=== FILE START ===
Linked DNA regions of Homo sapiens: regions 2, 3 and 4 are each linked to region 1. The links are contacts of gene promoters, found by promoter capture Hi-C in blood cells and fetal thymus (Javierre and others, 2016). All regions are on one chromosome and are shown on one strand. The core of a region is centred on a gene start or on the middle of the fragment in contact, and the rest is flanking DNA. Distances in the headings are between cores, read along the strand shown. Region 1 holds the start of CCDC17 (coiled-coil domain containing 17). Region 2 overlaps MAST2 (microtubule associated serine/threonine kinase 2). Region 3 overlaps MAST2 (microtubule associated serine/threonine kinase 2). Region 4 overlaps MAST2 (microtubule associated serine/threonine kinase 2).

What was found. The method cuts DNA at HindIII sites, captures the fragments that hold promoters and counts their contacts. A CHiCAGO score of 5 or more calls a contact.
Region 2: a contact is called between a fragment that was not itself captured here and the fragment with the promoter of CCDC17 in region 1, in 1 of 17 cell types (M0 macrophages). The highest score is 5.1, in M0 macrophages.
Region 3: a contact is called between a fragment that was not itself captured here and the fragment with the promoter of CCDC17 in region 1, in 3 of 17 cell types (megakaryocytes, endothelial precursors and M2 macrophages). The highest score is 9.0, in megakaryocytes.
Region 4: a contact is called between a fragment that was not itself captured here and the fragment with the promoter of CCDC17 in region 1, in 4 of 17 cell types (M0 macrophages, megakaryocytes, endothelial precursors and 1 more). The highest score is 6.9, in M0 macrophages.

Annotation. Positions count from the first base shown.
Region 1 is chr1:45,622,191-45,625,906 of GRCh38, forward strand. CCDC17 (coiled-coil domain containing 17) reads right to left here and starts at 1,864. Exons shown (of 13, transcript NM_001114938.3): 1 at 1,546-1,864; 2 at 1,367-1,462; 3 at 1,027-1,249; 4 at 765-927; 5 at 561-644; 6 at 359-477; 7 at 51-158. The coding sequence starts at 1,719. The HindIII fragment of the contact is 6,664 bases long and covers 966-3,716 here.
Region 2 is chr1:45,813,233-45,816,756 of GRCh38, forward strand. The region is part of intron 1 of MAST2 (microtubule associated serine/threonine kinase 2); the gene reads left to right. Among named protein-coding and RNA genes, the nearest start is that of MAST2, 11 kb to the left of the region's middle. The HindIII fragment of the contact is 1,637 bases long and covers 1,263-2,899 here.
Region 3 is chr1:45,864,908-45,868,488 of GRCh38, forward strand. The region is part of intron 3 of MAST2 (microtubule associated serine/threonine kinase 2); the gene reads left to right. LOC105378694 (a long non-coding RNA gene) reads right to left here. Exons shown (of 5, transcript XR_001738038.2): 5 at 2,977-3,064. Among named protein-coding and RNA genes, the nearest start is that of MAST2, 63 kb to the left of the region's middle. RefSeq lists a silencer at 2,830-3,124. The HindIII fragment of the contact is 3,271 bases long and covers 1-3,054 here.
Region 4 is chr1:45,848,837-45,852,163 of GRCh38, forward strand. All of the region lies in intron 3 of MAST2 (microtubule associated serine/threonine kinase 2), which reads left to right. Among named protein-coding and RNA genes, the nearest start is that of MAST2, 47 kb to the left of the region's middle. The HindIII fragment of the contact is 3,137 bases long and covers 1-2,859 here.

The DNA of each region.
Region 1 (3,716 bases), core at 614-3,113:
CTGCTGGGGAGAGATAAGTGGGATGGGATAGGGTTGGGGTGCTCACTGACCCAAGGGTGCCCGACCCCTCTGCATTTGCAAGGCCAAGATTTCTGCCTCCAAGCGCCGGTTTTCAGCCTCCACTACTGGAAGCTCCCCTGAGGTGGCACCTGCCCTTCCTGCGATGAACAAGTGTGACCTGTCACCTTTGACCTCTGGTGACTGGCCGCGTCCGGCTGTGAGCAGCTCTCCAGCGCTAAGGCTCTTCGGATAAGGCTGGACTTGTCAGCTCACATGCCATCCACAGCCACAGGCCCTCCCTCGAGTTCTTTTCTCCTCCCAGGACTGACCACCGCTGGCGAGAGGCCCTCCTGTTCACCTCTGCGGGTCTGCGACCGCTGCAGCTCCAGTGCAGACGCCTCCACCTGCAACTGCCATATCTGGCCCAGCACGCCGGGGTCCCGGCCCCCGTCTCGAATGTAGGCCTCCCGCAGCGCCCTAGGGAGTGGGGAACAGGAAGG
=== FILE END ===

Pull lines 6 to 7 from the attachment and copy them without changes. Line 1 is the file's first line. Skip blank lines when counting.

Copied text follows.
Annotation. Positions count from the first base shown.
Region 1 is chr1:45,622,191-45,625,906 of GRCh38, forward strand. CCDC17 (coiled-coil domain containing 17) reads right to left here and starts at 1,864. Exons shown (of 13, transcript NM_001114938.3): 1 at 1,546-1,864; 2 at 1,367-1,462; 3 at 1,027-1,249; 4 at 765-927; 5 at 561-644; 6 at 359-477; 7 at 51-158. The coding sequence starts at 1,719. The HindIII fragment of the contact is 6,664 bases long and covers 966-3,716 here.